Game over, 95-83: What a way for Rajon Rondo’s streak to end. After 37 straight games with at least 10 assists, the Celtics point guard was given the heave-ho with 29.5 seconds remaining in the first half.

The ejection only accelerated the inevitable, though. Rondo had only three assists at the time he was ejected for getting into a scrap with Nets forward Kris Humphries. Kevin Garnett, who may also face further discipline once the league takes a look at the swing he appeared to take at Gerald Wallace on replays, left with a little more than three minutes left in a sign that the Celtics had waved the white flag. Garnett had 16 points and 10 rebounds in 29 minutes.

Paul Pierce had an extremely rough game, although his stat line of 14 points, nine rebounds and seven assists might suggest otherwise. Pierce shot 4-for-13 from the floor and 6-for-11 from the foul line, where he missed five of his first six shots. He also struggled to keep up defensively with Deron Williams, Joe Johnson, Gerald Wallace and even Andray Blatche, who finished with 17 points and 13 rebounds, eight of which were offensive.

Fourth quarter, 4:20, Nets 82-71: Scratch that part about having only seven players. Green returned to the bench and gave Boston another man. Lee appeared OK to play, if needed, but was flexing his left forearm on the bench.

Of course, just how able-bodied Pierce was could be open for debate. He was having a forgettable game, shooting 3-for-12 from the field. He did have seven points, seven assists and nine rebounds for one of the roughest potential triple-double watches ever.

Fourth quarter, 6:27, Nets 78-67: And then Lee went down. The swingman tried to go up for a rebound and was toppled by Evans. Lee went down the floor in a heap and did not get up, clutching either his left side or his left forearm.

If Lee could not return, the Celtics were down to seven players and zero reliable perimeter defenders.

Fourth quarter, 7:19, Nets 78-65: Pierce’s man just kept scoring. If it wasn’t Johnson completely embarrassing him with a sick dribbling move for a step-back jumper, it was Blatche beating him to the offensive glass for a layup. This is not fun to watch, whether you are a fan of the Celtics or not. Pierce is struggling just to cover basic NBA moves, and that is not just in this game, either. Remember what Jameer Nelson did on Sunday?

Fourth quarter, 8:55, Nets 73-63: With Rondo gone and Lee taking a much-needed rest after a strong third quarter, Barbosa and Terry tried to lead the comeback for Boston. Barbosa hit an off-balance bank shot to open the quarter and Terry delivered two three-point plays — the old-fashioned kind and the new-fangled (if you’re from the 1970s) kind — but the Celtics still had difficulty getting the deficit to single digits.

Only eight players remained active for the Celtics after Green went to the locker room with a sprained right knee. This could be gut-check time.

End of third quarter, Nets lead 70-55: The amazing thing was, after three quarters of mostly shoddy play and poor rebounding, with their point guard ejected, the Celtics were within relatively realistic striking distance heading into the final quarter.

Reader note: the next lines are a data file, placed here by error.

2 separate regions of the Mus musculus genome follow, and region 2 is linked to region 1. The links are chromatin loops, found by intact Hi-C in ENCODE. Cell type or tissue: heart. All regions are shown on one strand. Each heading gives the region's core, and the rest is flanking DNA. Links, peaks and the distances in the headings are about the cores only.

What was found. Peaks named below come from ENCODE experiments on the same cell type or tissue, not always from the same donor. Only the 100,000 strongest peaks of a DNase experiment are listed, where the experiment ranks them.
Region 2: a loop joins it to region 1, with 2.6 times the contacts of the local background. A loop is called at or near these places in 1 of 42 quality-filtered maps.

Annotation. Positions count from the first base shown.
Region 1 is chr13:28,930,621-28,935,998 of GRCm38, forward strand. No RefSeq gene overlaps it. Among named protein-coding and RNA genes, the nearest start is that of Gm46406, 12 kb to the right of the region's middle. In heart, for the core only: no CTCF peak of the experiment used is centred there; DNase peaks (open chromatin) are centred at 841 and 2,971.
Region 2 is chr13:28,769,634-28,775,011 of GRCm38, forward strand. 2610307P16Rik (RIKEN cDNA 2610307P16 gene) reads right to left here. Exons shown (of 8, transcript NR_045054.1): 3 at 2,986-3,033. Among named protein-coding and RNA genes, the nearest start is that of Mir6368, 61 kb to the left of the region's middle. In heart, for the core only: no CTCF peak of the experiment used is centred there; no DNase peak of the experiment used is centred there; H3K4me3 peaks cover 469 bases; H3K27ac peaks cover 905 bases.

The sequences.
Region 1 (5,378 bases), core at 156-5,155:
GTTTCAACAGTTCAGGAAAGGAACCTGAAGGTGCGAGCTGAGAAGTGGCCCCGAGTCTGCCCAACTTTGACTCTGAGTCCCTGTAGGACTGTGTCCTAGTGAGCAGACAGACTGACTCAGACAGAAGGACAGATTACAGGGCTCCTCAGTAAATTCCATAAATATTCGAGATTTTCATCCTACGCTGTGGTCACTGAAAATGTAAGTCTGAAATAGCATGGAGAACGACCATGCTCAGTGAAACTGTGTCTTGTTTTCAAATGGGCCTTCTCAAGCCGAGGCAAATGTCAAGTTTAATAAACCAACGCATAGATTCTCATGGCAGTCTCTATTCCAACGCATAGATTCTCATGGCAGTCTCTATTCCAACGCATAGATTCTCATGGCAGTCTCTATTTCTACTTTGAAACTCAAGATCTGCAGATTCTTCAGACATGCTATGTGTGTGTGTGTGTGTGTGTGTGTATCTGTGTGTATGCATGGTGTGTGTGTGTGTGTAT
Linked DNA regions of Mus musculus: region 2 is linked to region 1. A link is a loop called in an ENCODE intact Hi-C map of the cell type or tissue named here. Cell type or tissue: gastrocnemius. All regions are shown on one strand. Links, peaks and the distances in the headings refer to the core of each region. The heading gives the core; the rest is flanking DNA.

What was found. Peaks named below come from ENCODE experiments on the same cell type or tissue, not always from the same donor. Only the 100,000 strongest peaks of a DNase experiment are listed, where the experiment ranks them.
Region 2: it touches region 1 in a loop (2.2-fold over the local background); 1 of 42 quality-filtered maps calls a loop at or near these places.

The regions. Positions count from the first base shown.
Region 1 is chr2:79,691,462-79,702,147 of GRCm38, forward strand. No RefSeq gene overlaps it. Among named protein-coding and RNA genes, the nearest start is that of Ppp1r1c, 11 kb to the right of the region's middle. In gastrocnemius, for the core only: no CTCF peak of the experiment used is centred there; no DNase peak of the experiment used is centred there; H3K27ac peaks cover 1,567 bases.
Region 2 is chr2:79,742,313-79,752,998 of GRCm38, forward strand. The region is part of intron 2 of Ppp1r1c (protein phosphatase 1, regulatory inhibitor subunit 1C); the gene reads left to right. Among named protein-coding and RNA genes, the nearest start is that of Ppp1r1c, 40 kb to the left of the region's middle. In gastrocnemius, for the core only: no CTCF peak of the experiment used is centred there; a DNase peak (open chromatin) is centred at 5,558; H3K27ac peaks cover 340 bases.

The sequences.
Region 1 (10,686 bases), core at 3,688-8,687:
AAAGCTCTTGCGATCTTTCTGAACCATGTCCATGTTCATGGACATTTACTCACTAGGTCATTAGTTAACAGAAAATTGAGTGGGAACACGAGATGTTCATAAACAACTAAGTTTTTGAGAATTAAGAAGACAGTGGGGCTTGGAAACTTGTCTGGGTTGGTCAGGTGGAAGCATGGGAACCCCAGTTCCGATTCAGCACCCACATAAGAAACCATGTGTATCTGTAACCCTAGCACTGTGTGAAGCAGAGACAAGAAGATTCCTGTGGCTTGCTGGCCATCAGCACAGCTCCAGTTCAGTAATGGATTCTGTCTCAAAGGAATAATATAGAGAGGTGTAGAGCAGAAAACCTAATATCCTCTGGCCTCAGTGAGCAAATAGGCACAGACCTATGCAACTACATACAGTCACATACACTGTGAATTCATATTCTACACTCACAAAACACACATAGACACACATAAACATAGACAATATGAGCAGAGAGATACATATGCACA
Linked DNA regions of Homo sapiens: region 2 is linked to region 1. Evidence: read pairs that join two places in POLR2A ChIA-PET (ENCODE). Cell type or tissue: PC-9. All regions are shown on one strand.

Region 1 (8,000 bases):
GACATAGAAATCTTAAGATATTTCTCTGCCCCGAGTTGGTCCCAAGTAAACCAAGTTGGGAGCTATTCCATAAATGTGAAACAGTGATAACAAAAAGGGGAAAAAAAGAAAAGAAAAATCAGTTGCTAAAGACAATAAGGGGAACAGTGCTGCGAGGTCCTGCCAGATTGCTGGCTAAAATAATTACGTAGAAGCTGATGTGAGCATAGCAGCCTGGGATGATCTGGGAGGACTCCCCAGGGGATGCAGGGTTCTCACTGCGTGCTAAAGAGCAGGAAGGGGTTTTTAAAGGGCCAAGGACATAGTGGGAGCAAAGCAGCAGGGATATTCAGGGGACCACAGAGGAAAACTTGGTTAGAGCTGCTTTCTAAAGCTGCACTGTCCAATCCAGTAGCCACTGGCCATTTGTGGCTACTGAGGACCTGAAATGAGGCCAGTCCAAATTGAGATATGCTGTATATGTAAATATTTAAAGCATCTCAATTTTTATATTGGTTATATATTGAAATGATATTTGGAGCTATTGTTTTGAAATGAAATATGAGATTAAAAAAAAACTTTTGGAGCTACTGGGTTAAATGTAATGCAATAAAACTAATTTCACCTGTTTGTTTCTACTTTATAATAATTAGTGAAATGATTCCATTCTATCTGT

Of course, a comeback would have necessitated a few runs that the Celtics might not have had in them. Lee may have been Boston’s second-best player (Garnett is almost always the best), and while that is great for Lee, the Celtics needed more from another source.

Third quarter, 2:40, Nets 66-49: If Pierce wanted to carry the Celtics to a victory in the second half, he got off to an inauspicious start. Pierce muffed two more free throws to make him 1-for-6 from the line in the second half.

All of Pierce’s shots came with a chance to pull the Celtics within a reachable distance. Not only was Pierce struggling from the stripe, he was also 0-for-3 on 3-pointers and 3-for-10 from the field overall.

Third quarter, 5:12, Nets 60-47: There might not be many bright spots to playing without Rondo, but one of them early in the second half for the Celtics was Courtney Lee’s defense. Lee blanketed Williams and got his hand in to strip the ball away from Reggie Evans. Lee then led the break and found Pierce with a bounce pass on the break, although Pierce missed the layup.

That miss did not loom nearly as large as Pierce’s two misses earlier in the quarter. The Celtics captain went to the line with a chance to narrow the deficit to single digits, but he missed both gimmes to break a streak of 27 straight makes from the field.

Halftime, Nets lead 51-38: OK, I missed the last 30 seconds. What happened?

Just kidding. Things got mighty interesting when Humphries sent Garnett to the floor with a hard foul at the 29.5-second mark. Rondo took exception to the roughness of the foul and went to Humphries’ chest, pushing the much larger Nets player past the basket and into the crowd. Calamity ensued.

In real time and in replays, it appeared Garnett and Wallace threw a couple punches, but there was no way to tell what happened between Rondo and Humphries underneath a pile of bodies. Somehow, Rondo’s jersey came off, much like Rondo himself came off the court after he received a deserved ejection.

Humphries and Wallace picked up their second technicals to join Rondo on the naughty list, and Garnett managed to come away with just one tech for his trouble. The full count at halftime: Six technicals, three ejections. (I believe Rondo’s was not a double-tech and was just a flat-out ejection.)

With or without Rondo, though, the Celtics had issues that needed to be addressed in the second half. They had only eight assists and just three by Rondo, which meant his streak of games with double-digit assists ended at 37 contests. Boston also had 13 turnovers and allowed Brooklyn to grab 10 offensive boards.